Dave Lefebre is in need of a good finish after a dismal showing at Lake Okeechobee.
3. Dave Lefebre – He's in desperate straights after a last-place finish at Okeechobee that included severe mechanical difficulties. His Hartwell ledger is strong (11th and 8th the last two outings), so a rebound is more than likely.
4. Bryan Thrift – A 65th-place showing at Hartwell last time notwithstanding, he's a superb March performer. He could certainly use a high placement after a 59th at Okeechobee.
5. Brett Hite – He's a guy who tends to ride momentum hard, whether it's good or bad. He's coming off a win at Okeechobee and he has a good record here (10th and 23rd), so look for him to continue the roll.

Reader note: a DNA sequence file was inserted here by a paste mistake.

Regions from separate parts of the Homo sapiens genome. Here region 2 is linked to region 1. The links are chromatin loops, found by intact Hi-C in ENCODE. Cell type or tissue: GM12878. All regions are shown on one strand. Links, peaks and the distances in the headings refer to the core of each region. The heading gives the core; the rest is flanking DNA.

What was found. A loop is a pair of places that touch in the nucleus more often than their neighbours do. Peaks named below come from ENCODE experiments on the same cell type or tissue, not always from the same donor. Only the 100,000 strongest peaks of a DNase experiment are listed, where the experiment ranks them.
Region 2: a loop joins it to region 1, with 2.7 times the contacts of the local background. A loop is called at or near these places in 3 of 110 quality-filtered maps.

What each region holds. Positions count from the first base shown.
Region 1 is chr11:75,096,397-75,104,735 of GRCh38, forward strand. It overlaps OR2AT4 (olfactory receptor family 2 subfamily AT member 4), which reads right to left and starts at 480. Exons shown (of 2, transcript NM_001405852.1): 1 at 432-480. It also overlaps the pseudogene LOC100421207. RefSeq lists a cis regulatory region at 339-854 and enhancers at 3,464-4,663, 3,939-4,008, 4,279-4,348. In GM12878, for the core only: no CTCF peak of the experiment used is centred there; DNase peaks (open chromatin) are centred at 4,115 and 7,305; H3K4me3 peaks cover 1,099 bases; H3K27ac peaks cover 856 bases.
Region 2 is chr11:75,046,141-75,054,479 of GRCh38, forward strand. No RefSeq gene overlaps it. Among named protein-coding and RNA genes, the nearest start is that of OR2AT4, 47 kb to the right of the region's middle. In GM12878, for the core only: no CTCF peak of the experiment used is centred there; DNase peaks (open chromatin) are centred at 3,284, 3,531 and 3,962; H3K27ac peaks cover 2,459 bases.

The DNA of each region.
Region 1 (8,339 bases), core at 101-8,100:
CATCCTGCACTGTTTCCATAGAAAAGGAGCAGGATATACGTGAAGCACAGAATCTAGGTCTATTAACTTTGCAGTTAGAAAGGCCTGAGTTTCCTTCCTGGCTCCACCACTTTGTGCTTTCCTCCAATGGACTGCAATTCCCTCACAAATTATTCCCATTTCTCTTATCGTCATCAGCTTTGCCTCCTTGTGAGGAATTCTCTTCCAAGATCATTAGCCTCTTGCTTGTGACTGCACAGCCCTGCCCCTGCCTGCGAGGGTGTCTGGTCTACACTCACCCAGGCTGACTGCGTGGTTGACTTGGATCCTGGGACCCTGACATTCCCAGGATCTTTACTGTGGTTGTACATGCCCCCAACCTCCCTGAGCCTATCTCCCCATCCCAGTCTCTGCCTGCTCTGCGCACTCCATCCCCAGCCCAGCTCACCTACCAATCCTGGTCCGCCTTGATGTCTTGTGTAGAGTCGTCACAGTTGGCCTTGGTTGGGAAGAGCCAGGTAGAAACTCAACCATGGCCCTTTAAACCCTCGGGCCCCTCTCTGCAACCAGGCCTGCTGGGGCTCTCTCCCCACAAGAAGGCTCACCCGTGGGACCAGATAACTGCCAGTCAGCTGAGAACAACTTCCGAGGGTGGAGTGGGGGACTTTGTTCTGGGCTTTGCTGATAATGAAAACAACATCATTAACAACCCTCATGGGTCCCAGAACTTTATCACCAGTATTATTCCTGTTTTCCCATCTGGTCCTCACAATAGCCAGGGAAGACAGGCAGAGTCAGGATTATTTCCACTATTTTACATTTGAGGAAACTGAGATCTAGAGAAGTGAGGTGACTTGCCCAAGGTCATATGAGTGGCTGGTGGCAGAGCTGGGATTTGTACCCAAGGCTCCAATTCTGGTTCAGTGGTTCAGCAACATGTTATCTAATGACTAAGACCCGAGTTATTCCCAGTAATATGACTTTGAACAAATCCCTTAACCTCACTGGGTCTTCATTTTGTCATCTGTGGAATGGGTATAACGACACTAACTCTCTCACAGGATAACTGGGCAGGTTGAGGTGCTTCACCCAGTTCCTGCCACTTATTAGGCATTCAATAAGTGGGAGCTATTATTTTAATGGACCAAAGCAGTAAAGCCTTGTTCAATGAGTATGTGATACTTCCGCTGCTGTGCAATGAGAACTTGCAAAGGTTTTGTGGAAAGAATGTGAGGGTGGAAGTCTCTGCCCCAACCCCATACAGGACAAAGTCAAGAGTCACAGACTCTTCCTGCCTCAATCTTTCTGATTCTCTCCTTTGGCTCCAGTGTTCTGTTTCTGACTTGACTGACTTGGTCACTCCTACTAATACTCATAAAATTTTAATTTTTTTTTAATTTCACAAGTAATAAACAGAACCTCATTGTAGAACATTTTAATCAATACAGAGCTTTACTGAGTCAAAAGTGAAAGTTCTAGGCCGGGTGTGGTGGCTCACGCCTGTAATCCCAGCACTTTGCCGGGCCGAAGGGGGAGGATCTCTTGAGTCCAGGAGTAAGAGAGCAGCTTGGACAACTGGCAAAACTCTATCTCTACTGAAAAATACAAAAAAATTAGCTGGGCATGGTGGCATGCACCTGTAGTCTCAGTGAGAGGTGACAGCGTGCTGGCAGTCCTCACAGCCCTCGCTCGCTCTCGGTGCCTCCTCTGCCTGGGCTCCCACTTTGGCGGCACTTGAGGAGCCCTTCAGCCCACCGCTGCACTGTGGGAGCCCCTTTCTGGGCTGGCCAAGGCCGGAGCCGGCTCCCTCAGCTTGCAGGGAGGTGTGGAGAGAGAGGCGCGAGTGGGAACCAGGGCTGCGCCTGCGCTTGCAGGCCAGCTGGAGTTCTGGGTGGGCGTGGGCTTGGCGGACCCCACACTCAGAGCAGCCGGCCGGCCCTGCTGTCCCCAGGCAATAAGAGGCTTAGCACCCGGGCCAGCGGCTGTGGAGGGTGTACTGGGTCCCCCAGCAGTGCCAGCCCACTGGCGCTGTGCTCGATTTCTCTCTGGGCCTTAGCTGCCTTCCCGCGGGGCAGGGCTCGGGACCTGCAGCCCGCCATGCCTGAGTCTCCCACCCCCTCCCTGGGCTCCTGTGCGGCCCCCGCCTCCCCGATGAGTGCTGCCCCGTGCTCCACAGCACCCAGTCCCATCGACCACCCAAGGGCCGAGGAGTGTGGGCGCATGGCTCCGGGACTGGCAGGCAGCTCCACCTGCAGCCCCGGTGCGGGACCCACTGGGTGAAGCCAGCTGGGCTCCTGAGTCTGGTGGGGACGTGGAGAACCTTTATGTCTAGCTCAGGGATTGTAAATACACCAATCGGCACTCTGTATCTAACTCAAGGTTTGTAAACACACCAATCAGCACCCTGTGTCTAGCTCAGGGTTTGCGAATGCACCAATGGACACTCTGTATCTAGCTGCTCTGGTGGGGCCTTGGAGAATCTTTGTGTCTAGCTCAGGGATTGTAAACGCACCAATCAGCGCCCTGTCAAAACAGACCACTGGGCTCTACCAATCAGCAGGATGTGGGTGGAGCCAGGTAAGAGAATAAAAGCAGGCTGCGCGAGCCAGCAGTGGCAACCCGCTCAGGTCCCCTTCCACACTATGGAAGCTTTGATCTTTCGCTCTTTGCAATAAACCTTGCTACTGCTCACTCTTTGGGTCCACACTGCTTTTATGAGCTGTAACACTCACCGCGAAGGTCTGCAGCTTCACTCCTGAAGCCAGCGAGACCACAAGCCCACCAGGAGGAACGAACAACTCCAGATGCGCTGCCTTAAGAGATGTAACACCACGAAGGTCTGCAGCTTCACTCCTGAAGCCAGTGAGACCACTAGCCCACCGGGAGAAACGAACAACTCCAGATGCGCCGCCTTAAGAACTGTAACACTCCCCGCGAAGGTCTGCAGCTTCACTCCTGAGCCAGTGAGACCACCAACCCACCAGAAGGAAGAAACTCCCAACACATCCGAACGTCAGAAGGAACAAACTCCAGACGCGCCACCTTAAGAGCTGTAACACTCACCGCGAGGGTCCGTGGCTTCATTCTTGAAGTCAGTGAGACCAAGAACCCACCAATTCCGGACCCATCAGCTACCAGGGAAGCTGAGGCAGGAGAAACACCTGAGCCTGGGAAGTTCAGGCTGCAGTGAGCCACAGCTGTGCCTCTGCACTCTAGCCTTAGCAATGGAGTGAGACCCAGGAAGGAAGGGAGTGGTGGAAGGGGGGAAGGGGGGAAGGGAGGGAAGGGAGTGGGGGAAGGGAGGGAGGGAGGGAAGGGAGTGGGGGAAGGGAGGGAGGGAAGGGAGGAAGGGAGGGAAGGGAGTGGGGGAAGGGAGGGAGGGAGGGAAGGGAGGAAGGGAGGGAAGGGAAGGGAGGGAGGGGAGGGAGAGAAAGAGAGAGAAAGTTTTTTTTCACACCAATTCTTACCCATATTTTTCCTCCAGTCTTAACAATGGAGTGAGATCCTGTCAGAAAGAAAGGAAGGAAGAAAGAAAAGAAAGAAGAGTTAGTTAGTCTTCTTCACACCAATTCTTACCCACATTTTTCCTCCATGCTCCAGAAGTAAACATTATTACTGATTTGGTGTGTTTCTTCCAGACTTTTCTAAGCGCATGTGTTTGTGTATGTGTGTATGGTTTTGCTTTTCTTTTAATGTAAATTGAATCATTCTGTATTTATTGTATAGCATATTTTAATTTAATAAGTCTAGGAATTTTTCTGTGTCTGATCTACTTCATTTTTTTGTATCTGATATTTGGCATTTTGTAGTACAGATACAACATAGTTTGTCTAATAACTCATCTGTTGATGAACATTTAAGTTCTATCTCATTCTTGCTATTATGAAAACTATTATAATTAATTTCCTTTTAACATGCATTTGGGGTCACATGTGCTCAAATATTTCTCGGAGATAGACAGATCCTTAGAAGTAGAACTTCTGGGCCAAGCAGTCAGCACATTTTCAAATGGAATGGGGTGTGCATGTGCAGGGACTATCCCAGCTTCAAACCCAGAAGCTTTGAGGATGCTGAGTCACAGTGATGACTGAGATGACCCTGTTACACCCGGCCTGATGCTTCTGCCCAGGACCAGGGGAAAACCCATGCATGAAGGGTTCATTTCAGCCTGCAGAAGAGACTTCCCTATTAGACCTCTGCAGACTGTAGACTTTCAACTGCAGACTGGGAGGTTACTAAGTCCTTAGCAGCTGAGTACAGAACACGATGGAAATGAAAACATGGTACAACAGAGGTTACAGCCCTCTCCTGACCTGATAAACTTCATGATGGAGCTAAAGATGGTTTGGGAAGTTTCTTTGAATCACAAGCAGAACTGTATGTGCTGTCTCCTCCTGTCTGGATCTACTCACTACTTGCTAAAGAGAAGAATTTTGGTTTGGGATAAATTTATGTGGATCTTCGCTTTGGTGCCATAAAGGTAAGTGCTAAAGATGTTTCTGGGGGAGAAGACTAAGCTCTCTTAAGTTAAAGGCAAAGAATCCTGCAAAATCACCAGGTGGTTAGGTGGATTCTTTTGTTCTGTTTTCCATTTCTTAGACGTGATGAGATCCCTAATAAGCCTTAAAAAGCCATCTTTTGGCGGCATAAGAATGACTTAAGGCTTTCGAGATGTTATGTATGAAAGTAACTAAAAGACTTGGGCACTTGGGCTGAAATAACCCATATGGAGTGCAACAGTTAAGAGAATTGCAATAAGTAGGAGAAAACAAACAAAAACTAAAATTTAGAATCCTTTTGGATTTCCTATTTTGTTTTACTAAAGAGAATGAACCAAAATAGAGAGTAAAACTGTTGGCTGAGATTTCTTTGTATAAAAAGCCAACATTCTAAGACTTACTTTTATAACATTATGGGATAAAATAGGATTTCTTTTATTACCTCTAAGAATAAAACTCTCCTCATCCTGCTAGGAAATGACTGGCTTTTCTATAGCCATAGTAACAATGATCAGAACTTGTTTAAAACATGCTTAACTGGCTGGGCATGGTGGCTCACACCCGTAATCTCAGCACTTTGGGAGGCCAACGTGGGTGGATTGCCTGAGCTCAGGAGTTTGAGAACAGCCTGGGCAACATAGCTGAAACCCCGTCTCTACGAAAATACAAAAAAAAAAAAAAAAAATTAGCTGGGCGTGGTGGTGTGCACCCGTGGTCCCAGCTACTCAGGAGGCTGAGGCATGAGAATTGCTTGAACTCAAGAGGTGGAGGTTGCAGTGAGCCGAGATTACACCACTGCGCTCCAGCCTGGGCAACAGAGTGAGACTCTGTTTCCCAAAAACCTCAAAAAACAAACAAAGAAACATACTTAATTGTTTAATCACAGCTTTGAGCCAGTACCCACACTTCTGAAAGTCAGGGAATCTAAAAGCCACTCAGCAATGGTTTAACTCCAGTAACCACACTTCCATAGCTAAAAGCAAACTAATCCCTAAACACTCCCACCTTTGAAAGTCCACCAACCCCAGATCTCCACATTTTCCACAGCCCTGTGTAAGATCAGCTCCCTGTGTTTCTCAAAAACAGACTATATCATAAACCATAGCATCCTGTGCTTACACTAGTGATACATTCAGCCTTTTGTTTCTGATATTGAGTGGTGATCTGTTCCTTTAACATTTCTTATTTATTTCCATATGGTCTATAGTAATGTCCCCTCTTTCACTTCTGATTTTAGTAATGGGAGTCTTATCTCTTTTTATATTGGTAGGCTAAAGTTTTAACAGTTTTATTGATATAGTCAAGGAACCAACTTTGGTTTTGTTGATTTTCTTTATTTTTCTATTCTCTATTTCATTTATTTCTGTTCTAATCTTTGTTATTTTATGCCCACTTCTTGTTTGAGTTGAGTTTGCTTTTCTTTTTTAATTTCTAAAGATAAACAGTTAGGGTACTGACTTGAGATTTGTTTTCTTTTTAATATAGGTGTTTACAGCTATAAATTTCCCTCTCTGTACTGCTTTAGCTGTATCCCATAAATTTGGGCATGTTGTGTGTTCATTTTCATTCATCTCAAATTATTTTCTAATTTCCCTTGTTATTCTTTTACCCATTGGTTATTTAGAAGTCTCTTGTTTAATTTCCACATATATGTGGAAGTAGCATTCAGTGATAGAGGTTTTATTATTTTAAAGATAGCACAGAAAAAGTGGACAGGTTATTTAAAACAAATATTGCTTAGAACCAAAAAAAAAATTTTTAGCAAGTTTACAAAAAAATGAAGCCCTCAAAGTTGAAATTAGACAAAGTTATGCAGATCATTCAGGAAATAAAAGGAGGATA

6. Tom Monsoor – The swimjig master has made it to the final day at Hartwell on both of his two previous visits – and then caught one fish on Sunday each time. He logged a triple-digit finish at Okeechobee following an off-season that included an emergency heart operation, so this could be a make-or-break outing.
7. Randall Tharp – The reigning Forrest Wood Cup champion continues to pile up high finishes (4th at Okeechobee, 5th at the Bassmaster Classic). The water being up in the willows this time certainly doesn't hurt his chances.
8. Jacob Wheeler – His career is still in its formative stage, but he's already proven to be one of the most adaptable competitors on the circuit. He can change right along with the environmental conditions and the fish, and that will play big at Hartwell.